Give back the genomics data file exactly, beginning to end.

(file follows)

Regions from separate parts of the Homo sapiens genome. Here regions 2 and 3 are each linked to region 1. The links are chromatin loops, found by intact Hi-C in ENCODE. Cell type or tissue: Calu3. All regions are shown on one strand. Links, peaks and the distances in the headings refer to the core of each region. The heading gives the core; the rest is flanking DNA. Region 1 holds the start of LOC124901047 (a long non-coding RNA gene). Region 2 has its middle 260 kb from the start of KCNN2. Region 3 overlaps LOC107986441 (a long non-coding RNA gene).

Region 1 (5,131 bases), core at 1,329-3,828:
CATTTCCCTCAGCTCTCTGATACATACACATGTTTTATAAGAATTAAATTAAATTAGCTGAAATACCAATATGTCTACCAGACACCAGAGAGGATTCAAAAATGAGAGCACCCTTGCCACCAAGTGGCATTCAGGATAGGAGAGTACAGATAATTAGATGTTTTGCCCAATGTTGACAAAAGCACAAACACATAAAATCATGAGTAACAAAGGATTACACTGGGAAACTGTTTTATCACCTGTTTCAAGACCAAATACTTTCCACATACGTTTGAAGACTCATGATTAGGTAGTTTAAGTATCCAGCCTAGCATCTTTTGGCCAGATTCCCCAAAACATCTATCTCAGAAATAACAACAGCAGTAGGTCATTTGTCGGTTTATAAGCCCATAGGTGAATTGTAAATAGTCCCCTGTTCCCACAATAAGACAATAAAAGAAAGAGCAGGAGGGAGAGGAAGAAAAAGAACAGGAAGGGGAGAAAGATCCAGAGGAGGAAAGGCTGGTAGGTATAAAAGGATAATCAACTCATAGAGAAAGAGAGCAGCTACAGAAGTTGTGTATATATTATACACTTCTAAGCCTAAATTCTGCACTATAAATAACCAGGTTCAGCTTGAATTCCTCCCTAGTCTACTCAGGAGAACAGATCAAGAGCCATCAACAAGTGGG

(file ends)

Regions from separate parts of the Homo sapiens genome. Here regions 2 and 3 are each linked to region 1. The links are chromatin loops, found by intact Hi-C in ENCODE. Cell type or tissue: Calu3. All regions are shown on one strand. Links, peaks and the distances in the headings refer to the core of each region. The heading gives the core; the rest is flanking DNA. Region 1 holds the start of LOC124901047 (a long non-coding RNA gene). Region 2 has its middle 260 kb from the start of KCNN2. Region 3 overlaps LOC107986441 (a long non-coding RNA gene).

Region 1 (5,131 bases), core at 1,329-3,828:
CATTTCCCTCAGCTCTCTGATACATACACATGTTTTATAAGAATTAAATTAAATTAGCTGAAATACCAATATGTCTACCAGACACCAGAGAGGATTCAAAAATGAGAGCACCCTTGCCACCAAGTGGCATTCAGGATAGGAGAGTACAGATAATTAGATGTTTTGCCCAATGTTGACAAAAGCACAAACACATAAAATCATGAGTAACAAAGGATTACACTGGGAAACTGTTTTATCACCTGTTTCAAGACCAAATACTTTCCACATACGTTTGAAGACTCATGATTAGGTAGTTTAAGTATCCAGCCTAGCATCTTTTGGCCAGATTCCCCAAAACATCTATCTCAGAAATAACAACAGCAGTAGGTCATTTGTCGGTTTATAAGCCCATAGGTGAATTGTAAATAGTCCCCTGTTCCCACAATAAGACAATAAAAGAAAGAGCAGGAGGGAGAGGAAGAAAAAGAACAGGAAGGGGAGAAAGATCCAGAGGAGGAAAGGCTGGTAGGTATAAAAGGATAATCAACTCATAGAGAAAGAGAGCAGCTACAGAAGTTGTGTATATATTATACACTTCTAAGCCTAAATTCTGCACTATAAATAACCAGGTTCAGCTTGAATTCCTCCCTAGTCTACTCAGGAGAACAGATCAAGAGCCATCAACAAGTGGG